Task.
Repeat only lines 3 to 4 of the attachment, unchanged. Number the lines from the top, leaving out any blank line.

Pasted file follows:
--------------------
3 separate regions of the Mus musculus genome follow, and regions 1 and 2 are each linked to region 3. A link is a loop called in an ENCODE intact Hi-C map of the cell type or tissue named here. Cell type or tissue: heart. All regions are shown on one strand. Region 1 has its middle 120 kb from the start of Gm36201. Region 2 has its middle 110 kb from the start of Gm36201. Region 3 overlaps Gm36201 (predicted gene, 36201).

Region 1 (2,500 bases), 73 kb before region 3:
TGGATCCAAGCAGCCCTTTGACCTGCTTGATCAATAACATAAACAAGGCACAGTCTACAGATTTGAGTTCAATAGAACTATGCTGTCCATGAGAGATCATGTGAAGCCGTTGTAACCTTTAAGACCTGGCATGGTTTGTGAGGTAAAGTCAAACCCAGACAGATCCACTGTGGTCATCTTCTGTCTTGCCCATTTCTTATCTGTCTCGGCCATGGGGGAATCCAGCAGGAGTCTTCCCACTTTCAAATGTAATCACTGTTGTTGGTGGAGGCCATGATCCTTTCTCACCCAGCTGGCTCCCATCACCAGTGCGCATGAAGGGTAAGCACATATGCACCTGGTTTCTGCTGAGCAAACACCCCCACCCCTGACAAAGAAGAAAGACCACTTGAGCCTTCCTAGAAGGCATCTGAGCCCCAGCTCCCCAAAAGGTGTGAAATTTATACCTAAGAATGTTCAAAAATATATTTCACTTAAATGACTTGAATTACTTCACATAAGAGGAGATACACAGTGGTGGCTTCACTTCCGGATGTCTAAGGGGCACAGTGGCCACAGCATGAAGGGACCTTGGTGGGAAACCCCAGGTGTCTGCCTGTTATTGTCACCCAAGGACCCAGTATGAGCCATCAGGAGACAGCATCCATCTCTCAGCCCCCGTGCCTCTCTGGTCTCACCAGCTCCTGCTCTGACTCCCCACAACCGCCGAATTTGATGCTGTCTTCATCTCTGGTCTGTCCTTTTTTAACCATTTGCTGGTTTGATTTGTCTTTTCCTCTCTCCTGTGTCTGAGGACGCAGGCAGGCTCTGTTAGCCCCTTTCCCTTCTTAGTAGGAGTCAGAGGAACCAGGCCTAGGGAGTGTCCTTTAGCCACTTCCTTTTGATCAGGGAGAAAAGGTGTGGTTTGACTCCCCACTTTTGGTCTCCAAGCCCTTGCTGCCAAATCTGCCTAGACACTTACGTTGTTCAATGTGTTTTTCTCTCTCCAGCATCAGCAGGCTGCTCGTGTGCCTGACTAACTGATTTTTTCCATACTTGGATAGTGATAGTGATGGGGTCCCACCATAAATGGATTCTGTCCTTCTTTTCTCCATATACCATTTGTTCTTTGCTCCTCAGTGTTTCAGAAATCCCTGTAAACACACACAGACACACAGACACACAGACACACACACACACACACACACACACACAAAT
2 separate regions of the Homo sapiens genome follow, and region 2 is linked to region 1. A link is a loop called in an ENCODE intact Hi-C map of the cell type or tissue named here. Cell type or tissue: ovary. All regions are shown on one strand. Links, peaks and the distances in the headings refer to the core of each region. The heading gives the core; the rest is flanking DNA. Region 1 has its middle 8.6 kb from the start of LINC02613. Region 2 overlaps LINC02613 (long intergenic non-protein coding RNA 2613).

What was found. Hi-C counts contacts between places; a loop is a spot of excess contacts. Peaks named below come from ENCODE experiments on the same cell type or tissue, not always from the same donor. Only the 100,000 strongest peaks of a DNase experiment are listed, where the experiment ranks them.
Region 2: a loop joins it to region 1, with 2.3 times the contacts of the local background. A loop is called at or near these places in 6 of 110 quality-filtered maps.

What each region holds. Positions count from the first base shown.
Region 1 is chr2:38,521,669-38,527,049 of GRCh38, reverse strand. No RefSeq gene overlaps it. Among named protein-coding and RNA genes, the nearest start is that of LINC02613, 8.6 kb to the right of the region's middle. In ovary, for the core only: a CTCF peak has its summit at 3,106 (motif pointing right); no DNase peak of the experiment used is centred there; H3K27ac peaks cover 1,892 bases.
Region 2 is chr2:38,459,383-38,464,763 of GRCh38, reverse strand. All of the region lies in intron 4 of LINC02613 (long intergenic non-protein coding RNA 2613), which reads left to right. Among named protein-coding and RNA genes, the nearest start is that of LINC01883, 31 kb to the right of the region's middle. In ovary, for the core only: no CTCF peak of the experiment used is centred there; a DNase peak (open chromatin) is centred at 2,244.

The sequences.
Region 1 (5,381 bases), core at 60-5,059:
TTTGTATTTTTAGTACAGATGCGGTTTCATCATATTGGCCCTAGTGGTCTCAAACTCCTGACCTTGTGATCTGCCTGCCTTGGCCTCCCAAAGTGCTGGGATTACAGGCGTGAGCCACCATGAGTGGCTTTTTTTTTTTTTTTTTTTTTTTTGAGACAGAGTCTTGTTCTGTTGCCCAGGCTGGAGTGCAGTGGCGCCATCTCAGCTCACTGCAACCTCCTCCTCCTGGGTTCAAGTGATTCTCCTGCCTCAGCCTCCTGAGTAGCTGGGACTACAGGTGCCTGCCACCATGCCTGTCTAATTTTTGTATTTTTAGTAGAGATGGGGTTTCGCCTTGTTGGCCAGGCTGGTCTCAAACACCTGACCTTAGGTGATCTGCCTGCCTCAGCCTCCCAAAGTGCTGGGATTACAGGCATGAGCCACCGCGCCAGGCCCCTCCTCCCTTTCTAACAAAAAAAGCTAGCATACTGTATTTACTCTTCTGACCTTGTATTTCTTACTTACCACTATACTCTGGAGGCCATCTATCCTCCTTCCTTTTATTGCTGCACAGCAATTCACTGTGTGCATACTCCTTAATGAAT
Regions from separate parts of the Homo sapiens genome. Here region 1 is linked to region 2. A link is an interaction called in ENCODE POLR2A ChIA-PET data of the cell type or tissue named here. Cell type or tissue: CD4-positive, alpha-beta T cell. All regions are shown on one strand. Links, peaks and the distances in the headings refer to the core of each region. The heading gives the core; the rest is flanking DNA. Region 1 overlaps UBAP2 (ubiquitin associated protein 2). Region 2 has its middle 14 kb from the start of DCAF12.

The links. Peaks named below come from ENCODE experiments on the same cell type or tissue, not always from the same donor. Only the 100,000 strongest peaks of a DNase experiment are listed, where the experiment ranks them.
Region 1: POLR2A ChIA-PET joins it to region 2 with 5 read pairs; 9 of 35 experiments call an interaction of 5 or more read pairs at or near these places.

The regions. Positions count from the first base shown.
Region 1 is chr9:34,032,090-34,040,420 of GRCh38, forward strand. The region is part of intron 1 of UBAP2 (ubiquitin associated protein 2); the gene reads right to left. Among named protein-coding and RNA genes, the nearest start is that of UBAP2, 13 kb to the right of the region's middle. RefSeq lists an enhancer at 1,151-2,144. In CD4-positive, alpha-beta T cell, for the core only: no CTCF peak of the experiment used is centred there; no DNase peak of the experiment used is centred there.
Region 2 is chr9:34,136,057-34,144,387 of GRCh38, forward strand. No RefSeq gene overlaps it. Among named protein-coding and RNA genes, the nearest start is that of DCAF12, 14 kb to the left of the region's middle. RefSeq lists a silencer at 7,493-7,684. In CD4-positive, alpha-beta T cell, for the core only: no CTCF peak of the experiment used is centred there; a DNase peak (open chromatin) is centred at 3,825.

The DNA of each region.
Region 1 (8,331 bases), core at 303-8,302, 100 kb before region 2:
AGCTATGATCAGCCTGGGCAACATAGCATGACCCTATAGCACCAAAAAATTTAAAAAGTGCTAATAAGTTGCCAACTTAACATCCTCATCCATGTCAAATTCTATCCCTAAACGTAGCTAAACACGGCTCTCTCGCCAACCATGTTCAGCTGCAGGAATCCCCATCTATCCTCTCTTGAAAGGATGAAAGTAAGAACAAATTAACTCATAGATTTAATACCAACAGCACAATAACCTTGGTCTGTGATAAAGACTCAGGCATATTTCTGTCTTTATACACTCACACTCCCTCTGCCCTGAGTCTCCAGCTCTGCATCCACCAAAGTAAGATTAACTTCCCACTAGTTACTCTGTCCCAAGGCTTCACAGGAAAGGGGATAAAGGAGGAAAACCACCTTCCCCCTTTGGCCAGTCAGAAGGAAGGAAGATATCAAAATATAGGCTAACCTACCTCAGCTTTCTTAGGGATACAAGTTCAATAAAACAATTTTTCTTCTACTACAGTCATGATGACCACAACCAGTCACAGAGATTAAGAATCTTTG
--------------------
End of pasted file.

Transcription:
TGGATCCAAGCAGCCCTTTGACCTGCTTGATCAATAACATAAACAAGGCACAGTCTACAGATTTGAGTTCAATAGAACTATGCTGTCCATGAGAGATCATGTGAAGCCGTTGTAACCTTTAAGACCTGGCATGGTTTGTGAGGTAAAGTCAAACCCAGACAGATCCACTGTGGTCATCTTCTGTCTTGCCCATTTCTTATCTGTCTCGGCCATGGGGGAATCCAGCAGGAGTCTTCCCACTTTCAAATGTAATCACTGTTGTTGGTGGAGGCCATGATCCTTTCTCACCCAGCTGGCTCCCATCACCAGTGCGCATGAAGGGTAAGCACATATGCACCTGGTTTCTGCTGAGCAAACACCCCCACCCCTGACAAAGAAGAAAGACCACTTGAGCCTTCCTAGAAGGCATCTGAGCCCCAGCTCCCCAAAAGGTGTGAAATTTATACCTAAGAATGTTCAAAAATATATTTCACTTAAATGACTTGAATTACTTCACATAAGAGGAGATACACAGTGGTGGCTTCACTTCCGGATGTCTAAGGGGCACAGTGGCCACAGCATGAAGGGACCTTGGTGGGAAACCCCAGGTGTCTGCCTGTTATTGTCACCCAAGGACCCAGTATGAGCCATCAGGAGACAGCATCCATCTCTCAGCCCCCGTGCCTCTCTGGTCTCACCAGCTCCTGCTCTGACTCCCCACAACCGCCGAATTTGATGCTGTCTTCATCTCTGGTCTGTCCTTTTTTAACCATTTGCTGGTTTGATTTGTCTTTTCCTCTCTCCTGTGTCTGAGGACGCAGGCAGGCTCTGTTAGCCCCTTTCCCTTCTTAGTAGGAGTCAGAGGAACCAGGCCTAGGGAGTGTCCTTTAGCCACTTCCTTTTGATCAGGGAGAAAAGGTGTGGTTTGACTCCCCACTTTTGGTCTCCAAGCCCTTGCTGCCAAATCTGCCTAGACACTTACGTTGTTCAATGTGTTTTTCTCTCTCCAGCATCAGCAGGCTGCTCGTGTGCCTGACTAACTGATTTTTTCCATACTTGGATAGTGATAGTGATGGGGTCCCACCATAAATGGATTCTGTCCTTCTTTTCTCCATATACCATTTGTTCTTTGCTCCTCAGTGTTTCAGAAATCCCTGTAAACACACACAGACACACAGACACACAGACACACACACACACACACACACACACACAAAT
2 separate regions of the Homo sapiens genome follow, and region 2 is linked to region 1. A link is a loop called in an ENCODE intact Hi-C map of the cell type or tissue named here. Cell type or tissue: ovary. All regions are shown on one strand. Links, peaks and the distances in the headings refer to the core of each region. The heading gives the core; the rest is flanking DNA. Region 1 has its middle 8.6 kb from the start of LINC02613. Region 2 overlaps LINC02613 (long intergenic non-protein coding RNA 2613).